That’s how I get to this view… the individual Christian focuses on proclaiming the gospel. The state should rarely and wisely exercise its right to capital punishment. And we should pray for God’s help for those Christians thrust into the difficult situation of acting both as a Christian and as the executer of secular laws (i.e. governors asked to sign off on death penalties).

  6. Ben,

    I didn’t mean to imply that we should maintain systems set up for monotheistic state of Israel in the OT. (That’s a mouthful!) I only wanted to point out that God deemed it just to execute persons on the witness of two people. Now we have a multitude of witnesses like DNA, video surveillance and tracking numbers on weapons, ballistics data, and forensics labs. Yet, we still get very nervous with all of this data that we might execute the “wrong guy”.

    God tells us that it is sufficient to settle a matter upon the testimony of two or three witnesses. This is even in the NT, although not connected with the death penalty except in Heb. 10:28. (See Matt. 18:16; 2 Cor. 13:1; 1 Tim. 5:19). Is it just to establish guilt on the testimony of two or three witnesses? If it is, it seems to me that the current system is working fine because we go far beyond that requirement!

    Therein lies the problem: in this age we are counting more on technology to solve the problem than human eye witnesses. I’m not saying that this is right or wrong, I’m saying that there is something to be thought about there. That is, if we still convicted men and women of capital crimes based on the witness of two or three people, how would that fundamentally change society and capital punishment itself?

    I do not think that we have the luxury of saying that ruling on the eyewitness of two or three people is unjust, or that it is even insufficient. Why, do you think, is that not enough evidence to convict today? Why, despite the fact that we have far more checks on a case than the Bible requires, do we feel less certain of justice, perhaps, than we used to when less evidence was required for a guilty verdict?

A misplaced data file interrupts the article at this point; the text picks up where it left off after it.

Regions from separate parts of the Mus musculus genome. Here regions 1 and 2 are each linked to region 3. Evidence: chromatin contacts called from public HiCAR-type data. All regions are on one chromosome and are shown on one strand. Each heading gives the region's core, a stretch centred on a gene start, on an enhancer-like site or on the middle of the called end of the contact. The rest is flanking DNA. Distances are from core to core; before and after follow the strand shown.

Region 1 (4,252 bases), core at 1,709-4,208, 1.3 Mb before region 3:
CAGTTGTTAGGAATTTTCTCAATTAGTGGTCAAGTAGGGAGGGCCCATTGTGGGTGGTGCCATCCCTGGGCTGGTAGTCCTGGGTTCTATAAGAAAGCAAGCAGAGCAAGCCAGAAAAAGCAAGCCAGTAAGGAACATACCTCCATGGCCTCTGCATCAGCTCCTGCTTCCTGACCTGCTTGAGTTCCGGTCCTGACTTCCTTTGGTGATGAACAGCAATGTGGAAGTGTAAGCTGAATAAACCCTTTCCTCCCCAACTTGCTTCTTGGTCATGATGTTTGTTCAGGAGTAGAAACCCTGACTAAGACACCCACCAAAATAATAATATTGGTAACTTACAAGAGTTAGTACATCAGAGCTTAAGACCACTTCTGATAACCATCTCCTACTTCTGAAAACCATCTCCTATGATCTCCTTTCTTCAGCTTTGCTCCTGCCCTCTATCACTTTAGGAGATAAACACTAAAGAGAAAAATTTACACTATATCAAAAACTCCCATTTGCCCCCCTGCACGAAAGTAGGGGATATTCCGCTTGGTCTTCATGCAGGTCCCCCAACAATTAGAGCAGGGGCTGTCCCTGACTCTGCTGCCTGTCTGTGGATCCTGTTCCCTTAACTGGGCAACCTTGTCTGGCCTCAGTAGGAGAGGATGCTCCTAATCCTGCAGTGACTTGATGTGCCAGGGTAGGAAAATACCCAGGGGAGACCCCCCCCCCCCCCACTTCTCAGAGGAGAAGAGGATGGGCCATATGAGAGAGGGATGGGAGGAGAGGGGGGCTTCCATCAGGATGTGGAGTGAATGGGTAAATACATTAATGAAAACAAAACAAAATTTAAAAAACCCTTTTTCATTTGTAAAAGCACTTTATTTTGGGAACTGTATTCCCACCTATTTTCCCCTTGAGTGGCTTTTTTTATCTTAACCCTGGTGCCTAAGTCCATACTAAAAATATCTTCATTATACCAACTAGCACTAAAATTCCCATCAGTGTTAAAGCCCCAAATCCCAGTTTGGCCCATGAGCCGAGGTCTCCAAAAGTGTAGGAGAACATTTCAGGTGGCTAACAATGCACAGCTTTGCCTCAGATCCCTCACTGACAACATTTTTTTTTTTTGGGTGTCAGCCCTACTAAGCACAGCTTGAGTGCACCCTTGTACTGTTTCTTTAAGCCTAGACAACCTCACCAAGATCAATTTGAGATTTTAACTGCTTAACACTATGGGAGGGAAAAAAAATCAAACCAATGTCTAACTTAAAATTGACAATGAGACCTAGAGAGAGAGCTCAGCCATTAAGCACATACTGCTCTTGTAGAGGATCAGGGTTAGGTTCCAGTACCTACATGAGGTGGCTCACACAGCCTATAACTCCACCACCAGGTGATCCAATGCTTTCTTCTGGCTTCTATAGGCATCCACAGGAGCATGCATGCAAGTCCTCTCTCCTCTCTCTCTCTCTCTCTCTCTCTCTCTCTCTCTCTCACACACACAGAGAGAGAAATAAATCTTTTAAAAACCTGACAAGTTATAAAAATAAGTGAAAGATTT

7. Ben,

    I think we differ somewhat on the grounds of the state’s right/responsibility to wield the death penalty, unless we mean different things by retribution. I do think retribution – the just punishment that the crime deserves – is an appropriate motive, and is sufficient in itself to justify capital punishment without reference to protecting a social contract. The juxtaposition of Genesis 9 and Romans 13 leads me to say that God has given government the task of protecting his image by protecting human life, and this entails punishing those who take life wrongly. It is true that government has a responsibility to promote the general welfare, but in my view that isn’t the only or even the primary motive for capital punishment.

    I largely agree with your perspective on how individual Christians should view situations where the death penalty is in view. We should certainly pray for the repentance and faith of everyone, including murderers on death row. I don’t think it’s inconsistent, though, for a Christian as a citizen of the state tasked with wielding the sword to endorse – humbly, sorrowfully, never gleefully – the execution of a just punishment. At least, I don’t think it’s any bigger of a conflict than those we are thrust into every day by our dual citizenships here and in heaven.

    Brad, Ben’s right on the whole two witnesses thing. That was a stipulation of OT law given to Israel for specific purposes at that place and point in time. I take the Genesis text to be a fundamental creation ordinance that predates Israel and sets up fundamental principles that endure as long as this world does. So, today, we get our justification for capital punishment from the OT, but not every detail about how it is employed.

  8. Brad, the Law also forbids bearing false witness against one’s neighbor. In requiring two witnesses, the Law also expected those witnesses to be faithful to all the terms of the covenant Israel made with God. And the testimony of two witnesses never would have been accepted in OT courts if the two were buddies known to have a grudge against the defendant, had been badgered and cajoled by police and prosecutors into giving testimony that was a lot more certain than they really felt, and the defendant had had a dodgy confession beaten out of him that didn’t match up with any of the facts of the case. In other words, the formal requirement of two witnesses wouldn’t have contravened obvious principles of justice.